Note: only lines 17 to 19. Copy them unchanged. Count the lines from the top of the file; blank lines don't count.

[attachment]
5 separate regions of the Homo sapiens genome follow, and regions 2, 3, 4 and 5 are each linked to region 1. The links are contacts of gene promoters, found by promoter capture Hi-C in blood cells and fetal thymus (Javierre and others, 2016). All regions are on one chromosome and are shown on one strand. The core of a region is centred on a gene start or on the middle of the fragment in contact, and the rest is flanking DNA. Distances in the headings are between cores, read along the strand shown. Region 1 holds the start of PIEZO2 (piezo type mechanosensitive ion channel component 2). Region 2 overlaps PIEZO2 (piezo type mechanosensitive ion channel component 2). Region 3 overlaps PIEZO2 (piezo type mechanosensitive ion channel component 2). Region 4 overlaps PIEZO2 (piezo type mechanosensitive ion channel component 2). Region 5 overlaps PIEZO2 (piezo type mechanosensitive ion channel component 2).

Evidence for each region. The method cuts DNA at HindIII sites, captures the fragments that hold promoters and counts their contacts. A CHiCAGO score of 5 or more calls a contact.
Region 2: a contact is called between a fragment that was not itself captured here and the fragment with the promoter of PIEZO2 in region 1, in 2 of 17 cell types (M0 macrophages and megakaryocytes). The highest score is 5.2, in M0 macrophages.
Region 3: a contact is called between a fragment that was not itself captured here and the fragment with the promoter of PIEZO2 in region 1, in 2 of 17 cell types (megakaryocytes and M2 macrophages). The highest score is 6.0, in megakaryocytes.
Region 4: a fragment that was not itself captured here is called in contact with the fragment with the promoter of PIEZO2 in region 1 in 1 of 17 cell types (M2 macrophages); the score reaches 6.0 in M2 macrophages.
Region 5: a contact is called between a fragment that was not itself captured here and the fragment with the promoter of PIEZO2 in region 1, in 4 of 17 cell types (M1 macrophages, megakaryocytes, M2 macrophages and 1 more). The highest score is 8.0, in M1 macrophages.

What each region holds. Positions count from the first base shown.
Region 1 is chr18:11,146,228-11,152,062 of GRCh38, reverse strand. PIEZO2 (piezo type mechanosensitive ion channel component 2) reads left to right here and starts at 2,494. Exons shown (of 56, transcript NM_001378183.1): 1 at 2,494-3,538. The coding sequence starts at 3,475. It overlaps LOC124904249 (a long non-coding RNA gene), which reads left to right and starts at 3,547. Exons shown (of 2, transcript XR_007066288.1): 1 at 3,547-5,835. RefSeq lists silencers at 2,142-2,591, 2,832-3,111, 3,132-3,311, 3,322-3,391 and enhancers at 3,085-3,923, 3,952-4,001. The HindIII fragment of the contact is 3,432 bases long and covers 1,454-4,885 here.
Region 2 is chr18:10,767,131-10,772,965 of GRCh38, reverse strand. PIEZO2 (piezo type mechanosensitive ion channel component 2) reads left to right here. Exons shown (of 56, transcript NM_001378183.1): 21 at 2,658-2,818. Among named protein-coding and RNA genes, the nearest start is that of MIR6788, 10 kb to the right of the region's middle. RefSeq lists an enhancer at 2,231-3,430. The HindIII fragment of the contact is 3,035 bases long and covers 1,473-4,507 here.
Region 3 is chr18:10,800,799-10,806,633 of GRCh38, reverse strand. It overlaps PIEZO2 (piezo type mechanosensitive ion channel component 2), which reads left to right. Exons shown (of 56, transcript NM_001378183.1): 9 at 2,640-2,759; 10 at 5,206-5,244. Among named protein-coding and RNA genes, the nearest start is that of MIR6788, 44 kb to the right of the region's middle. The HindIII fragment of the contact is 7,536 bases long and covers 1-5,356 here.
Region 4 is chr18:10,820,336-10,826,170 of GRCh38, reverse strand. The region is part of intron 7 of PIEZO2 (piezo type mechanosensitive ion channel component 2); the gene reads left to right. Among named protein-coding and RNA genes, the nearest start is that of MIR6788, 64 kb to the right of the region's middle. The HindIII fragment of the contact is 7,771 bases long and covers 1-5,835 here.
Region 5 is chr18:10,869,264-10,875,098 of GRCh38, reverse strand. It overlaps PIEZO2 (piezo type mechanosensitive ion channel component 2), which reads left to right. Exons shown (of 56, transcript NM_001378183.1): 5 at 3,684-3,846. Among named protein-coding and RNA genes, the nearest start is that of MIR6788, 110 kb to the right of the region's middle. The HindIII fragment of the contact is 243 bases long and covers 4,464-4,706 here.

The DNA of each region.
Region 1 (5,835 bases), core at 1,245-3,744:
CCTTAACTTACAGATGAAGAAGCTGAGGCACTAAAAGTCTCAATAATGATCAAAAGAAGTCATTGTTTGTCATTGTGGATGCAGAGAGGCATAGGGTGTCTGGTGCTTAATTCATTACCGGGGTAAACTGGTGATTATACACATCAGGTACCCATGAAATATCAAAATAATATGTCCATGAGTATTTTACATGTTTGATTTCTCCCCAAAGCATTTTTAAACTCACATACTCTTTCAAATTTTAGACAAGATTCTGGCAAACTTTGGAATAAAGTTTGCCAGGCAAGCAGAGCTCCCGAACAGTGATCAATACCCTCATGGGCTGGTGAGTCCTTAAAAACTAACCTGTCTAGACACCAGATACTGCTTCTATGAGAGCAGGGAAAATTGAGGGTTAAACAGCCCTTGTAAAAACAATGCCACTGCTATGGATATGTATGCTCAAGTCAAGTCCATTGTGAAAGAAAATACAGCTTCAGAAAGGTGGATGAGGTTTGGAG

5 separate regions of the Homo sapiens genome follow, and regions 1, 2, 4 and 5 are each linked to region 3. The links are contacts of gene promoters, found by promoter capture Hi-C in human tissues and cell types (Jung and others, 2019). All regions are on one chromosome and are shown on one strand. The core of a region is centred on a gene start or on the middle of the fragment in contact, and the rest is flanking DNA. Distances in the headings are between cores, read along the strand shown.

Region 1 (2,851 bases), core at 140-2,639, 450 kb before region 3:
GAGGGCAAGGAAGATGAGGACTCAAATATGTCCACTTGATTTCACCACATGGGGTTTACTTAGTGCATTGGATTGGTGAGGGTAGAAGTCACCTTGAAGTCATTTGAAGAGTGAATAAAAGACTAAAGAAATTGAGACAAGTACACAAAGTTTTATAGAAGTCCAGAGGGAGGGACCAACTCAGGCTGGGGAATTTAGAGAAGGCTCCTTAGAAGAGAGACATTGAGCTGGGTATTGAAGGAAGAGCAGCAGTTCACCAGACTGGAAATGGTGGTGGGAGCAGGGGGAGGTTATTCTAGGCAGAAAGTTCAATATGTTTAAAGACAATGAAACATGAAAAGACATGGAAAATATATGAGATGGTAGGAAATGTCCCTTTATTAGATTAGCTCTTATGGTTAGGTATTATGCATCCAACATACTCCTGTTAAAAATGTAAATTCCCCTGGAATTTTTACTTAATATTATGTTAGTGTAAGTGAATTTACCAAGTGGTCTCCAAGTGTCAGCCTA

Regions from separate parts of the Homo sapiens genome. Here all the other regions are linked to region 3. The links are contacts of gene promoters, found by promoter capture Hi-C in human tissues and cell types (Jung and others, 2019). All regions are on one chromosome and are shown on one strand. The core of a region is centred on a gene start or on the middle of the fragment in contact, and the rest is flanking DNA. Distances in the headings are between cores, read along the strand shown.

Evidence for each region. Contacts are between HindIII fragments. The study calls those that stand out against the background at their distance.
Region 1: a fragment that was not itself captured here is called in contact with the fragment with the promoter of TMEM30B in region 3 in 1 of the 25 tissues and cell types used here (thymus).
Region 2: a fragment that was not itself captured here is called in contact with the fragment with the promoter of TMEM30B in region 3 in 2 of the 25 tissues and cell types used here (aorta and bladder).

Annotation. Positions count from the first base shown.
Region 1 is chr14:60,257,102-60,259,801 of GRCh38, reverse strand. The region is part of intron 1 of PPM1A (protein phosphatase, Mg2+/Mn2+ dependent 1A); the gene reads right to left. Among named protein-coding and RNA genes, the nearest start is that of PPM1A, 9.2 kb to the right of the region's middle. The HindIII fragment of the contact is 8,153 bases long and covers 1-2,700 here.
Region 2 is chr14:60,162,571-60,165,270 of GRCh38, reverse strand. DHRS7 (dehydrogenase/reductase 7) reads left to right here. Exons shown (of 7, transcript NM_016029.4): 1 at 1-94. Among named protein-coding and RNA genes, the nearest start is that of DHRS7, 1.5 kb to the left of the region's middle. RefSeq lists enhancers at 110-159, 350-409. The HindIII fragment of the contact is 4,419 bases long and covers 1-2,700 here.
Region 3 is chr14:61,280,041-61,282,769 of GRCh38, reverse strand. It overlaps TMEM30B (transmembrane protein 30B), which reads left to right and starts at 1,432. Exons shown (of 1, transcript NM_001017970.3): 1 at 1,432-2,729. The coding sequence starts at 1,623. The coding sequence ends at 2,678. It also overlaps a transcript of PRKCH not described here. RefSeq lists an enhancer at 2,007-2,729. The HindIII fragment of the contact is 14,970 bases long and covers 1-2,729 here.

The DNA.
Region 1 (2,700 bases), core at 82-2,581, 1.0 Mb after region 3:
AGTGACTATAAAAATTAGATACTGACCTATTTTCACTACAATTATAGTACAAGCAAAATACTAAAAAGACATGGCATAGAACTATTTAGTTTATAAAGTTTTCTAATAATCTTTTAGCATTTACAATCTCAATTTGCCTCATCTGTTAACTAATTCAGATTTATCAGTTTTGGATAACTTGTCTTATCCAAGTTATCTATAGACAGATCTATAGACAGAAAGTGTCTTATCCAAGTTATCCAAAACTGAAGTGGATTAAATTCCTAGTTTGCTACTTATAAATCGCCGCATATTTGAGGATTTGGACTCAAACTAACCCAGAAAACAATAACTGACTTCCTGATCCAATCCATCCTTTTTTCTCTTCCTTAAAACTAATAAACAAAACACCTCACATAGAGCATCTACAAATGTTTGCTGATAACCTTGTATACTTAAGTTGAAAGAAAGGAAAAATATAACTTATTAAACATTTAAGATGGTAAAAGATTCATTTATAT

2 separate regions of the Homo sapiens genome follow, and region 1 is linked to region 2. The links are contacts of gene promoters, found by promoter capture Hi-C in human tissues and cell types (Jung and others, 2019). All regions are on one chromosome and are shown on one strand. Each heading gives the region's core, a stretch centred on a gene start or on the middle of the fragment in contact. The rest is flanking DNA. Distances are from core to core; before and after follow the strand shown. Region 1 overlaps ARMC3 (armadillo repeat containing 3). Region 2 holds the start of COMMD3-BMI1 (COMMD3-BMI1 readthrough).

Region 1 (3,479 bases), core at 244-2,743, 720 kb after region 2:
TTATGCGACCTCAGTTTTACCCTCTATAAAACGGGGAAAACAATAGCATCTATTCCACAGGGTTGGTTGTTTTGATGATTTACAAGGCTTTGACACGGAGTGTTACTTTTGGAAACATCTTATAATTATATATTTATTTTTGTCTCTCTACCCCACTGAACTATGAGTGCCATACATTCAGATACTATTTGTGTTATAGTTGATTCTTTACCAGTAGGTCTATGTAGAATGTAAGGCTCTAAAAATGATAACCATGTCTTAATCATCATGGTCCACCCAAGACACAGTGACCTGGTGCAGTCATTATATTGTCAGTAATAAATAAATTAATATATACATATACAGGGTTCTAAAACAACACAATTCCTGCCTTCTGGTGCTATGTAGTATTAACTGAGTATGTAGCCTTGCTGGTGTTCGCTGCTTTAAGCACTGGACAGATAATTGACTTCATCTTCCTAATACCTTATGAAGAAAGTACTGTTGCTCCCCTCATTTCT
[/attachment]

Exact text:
Region 1 (2,851 bases), core at 140-2,639, 450 kb before region 3:
GAGGGCAAGGAAGATGAGGACTCAAATATGTCCACTTGATTTCACCACATGGGGTTTACTTAGTGCATTGGATTGGTGAGGGTAGAAGTCACCTTGAAGTCATTTGAAGAGTGAATAAAAGACTAAAGAAATTGAGACAAGTACACAAAGTTTTATAGAAGTCCAGAGGGAGGGACCAACTCAGGCTGGGGAATTTAGAGAAGGCTCCTTAGAAGAGAGACATTGAGCTGGGTATTGAAGGAAGAGCAGCAGTTCACCAGACTGGAAATGGTGGTGGGAGCAGGGGGAGGTTATTCTAGGCAGAAAGTTCAATATGTTTAAAGACAATGAAACATGAAAAGACATGGAAAATATATGAGATGGTAGGAAATGTCCCTTTATTAGATTAGCTCTTATGGTTAGGTATTATGCATCCAACATACTCCTGTTAAAAATGTAAATTCCCCTGGAATTTTTACTTAATATTATGTTAGTGTAAGTGAATTTACCAAGTGGTCTCCAAGTGTCAGCCTA

Regions from separate parts of the Homo sapiens genome. Here all the other regions are linked to region 3. The links are contacts of gene promoters, found by promoter capture Hi-C in human tissues and cell types (Jung and others, 2019). All regions are on one chromosome and are shown on one strand. The core of a region is centred on a gene start or on the middle of the fragment in contact, and the rest is flanking DNA. Distances in the headings are between cores, read along the strand shown.